It's a new year and we're all getting back to work. One of the things you have to add to your "to do" list in the next fortnight is be a good democratic citizen.
Reluctant as I am to start my 2016 Punditing by laying a guilt trip on you, that's what I'm going to end this post with. Some context, first.
Last year, somewhat to my own surprise, I became quite vocal around the issue of "aid in dying" (or, if you are trying to scare the horses, "euthanasia"/"assisted suicide"). It happened almost by accident. It certainly wasn't an issue I had given a huge amount of thought to previously; my knee-jerk socially liberal response was that I thought it ought to be permitted with appropriate safeguards and that's about as far as things went.
However, the case of Lecretia Seales really focused my attention onto the issue. Not only did it raise a number of very important legal issues that fall within my area of academic study, but I could strongly identify with her determination that decisions about how her death should come about should be hers alone to make. That resonated with me at a quite fundamental level.
Whether I could be so brave and principled as to make my determination a public matter I cannot say. But I deeply admired her decision to do so. For as the New Zealand Herald said when selecting her as its "New Zealander of the Year":
Instead of spending her last months quietly with family and friends, [Lecretia Seales] spent them in a legal battle - fighting for the right to choose how she died.
For that courageous effort, the late Wellington lawyer Lecretia Seales is the Herald's New Zealander of the Year. She died, aged 42, on June 5 from brain cancer. Her death came just days after learning she had been unsuccessful in her High Court bid for the legal right for a doctor to help her end her life. She wanted the right to not die a painful death.
As the result of the debate she prompted, Parliament began the first public inquiry into the issue of medically assisted dying.
Having sat in on some of the High Court proceedings, I can only second the Herald's choice. Seeing Ms Seales being wheeled into the court, clearly drawing to the end of her time on earth, was deeply affecting. It brought home strongly that the judicial proceedings weren't just an abstract debate about theoretical matters. They were (literally) a life and death issue for a real, identifiable person ... who stood for other real, identifiable people in similar situations.
Of course, Ms Seales didn't get what she wanted from the Court. I had hoped that she might be more successful, but perhaps it is for the best that (as Justice Collins concluded) our elected, accountable representatives must make the call on when and how aid in dying may be provided in this country. Clearly these issues are something that many of us have strong and contrasting views on, so let's let those views be considered and acted on by people we choose to make laws for us instead of by an appointed ex-lawyer who happens to have been rostered onto a particular case.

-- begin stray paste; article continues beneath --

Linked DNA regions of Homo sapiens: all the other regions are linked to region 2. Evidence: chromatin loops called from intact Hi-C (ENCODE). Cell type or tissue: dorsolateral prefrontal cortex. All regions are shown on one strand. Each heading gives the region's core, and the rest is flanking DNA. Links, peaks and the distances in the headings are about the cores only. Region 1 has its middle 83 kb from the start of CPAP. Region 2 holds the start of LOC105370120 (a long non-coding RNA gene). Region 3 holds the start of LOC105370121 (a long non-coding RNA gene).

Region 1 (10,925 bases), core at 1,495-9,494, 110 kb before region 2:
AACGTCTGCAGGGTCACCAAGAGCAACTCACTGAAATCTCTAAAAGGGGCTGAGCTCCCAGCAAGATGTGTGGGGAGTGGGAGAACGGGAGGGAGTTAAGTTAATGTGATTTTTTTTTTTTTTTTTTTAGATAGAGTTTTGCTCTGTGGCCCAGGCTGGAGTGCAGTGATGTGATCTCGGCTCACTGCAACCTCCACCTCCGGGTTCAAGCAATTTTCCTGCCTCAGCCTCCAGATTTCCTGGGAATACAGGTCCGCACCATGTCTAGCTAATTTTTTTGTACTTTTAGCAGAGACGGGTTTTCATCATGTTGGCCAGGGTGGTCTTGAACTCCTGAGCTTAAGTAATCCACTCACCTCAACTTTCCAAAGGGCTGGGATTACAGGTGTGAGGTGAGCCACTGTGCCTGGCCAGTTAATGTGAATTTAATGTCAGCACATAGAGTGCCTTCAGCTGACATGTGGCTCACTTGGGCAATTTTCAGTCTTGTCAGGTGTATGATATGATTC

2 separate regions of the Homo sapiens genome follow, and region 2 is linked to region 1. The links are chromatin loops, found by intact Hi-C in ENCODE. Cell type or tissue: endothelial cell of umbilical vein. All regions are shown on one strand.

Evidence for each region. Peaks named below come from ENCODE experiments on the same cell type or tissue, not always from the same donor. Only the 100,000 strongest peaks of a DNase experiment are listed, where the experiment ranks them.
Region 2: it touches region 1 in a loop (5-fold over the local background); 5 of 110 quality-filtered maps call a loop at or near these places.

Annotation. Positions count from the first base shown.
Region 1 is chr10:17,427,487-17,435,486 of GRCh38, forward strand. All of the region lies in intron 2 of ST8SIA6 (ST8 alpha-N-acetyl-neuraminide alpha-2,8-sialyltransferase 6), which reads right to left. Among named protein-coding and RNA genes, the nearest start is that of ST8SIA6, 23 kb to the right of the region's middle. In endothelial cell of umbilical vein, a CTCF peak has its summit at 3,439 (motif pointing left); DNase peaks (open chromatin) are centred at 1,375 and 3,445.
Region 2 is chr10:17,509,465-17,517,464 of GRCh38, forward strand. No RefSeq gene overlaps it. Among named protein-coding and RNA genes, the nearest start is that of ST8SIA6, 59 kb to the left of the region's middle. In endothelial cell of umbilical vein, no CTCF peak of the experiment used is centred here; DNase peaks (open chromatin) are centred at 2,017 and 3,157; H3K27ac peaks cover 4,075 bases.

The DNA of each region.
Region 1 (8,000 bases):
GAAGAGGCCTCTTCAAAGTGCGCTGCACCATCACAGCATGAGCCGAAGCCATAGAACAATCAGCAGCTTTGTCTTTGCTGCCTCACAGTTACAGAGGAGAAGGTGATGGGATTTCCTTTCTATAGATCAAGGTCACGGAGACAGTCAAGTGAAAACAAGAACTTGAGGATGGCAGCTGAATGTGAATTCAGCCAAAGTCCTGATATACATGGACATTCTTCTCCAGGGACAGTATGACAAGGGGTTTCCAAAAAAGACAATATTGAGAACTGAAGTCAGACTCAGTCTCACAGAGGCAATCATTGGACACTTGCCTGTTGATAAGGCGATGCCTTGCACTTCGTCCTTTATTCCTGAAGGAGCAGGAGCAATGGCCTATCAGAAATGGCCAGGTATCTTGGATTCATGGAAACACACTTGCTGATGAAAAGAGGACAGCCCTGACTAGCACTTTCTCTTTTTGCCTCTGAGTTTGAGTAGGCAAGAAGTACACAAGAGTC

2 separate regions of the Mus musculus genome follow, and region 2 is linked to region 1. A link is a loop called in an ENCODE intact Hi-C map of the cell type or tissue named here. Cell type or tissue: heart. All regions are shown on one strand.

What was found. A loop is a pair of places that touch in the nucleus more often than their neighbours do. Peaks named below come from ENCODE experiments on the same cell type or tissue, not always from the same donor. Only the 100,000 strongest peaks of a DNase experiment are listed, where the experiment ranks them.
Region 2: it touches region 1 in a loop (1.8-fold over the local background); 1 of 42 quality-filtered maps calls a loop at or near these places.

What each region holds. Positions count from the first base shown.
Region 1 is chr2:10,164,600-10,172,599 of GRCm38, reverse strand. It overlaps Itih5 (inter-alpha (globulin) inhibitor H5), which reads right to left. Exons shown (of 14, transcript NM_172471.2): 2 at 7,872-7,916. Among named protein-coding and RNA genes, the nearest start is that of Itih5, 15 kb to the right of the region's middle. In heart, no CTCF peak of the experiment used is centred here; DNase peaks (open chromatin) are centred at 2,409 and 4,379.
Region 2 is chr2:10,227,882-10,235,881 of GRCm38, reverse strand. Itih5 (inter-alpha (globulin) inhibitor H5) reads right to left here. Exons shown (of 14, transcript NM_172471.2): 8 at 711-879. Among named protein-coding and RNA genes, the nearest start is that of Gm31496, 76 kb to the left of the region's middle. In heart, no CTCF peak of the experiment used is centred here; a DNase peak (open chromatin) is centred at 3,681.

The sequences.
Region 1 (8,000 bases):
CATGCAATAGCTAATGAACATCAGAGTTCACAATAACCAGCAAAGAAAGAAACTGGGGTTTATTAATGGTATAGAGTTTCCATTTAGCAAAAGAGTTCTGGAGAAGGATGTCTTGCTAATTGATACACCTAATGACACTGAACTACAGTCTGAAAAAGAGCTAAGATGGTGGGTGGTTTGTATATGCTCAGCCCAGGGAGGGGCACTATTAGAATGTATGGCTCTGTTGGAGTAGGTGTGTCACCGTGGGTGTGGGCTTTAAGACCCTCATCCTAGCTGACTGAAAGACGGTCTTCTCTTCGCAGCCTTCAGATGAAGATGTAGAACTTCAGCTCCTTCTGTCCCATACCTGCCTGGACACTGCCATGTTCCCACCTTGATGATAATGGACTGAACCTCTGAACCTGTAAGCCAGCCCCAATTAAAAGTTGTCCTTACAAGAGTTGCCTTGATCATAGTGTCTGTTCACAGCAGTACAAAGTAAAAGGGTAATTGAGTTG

That's all OK, as far as it goes. However, if we're going down that line of thinking, it then puts the onus back onto us. Because democratic representative government only works like it is meant to if we, the people who live under the laws our representatives choose, take the time and make the effort to participate in it. If we don't, then it really doesn't work at all.
So here's the challenge to anyone with views on how, when and if individuals should be able to choose the time and means of their own death.
Tell Parliament's Health Select Committee what you think about this issue.
You only have a little over two weeks left to do so - submissions close on 1 February. And as Graham Adams outlines in a recent story in Metro, there's something of an organised effort on the pro-status quo side to ensure that their viewpoint gets heard. So if you have a different take on the issue, or if you share that point of view, or whatever you think on the matter ... if you in any way admire Ms Seales' commitment and bravery in the face of impending death, then you owe it to her to make it known.
Some brief pointers/suggestions:
- Making a submission is really, really, really easy! Just go here, verify that you are a real person, provide some personal details and then type what you think into the text box. Once you hit the submit button, you've done your bit (unless you want to go in front of the Committee to give oral evidence, that is.)
- You don't need to be an expert or to know everything (or even all that much) about the topic - part of the purpose of this inquiry is to find out what ordinary New Zealanders think on the issues. So just speak from the heart!
- If you have a personal story to tell about the hard choices that come at the end of life, so much the better. As Ms Seales showed, this isn't an abstract issue - real people and real suffering underlie it. But just be aware that a submissions is made public unless you ask (and the Committee agrees) to keep it private.
- There is no magic formula or wording to use in your submission - just try to write clearly and make your point early in the piece. Remember that MPs are really busy folks who have to give their time and attention to lots of different matters. The more you can help them know what you want, the better.
- Finally, if you are interested in what those who are still carrying Lecretia Seales' flame aloft think, you can read it here.
Right - that's enough from me. It's over to you now. Don't just flick to another blogsite ... take a few minutes to do some good. Here's that link again.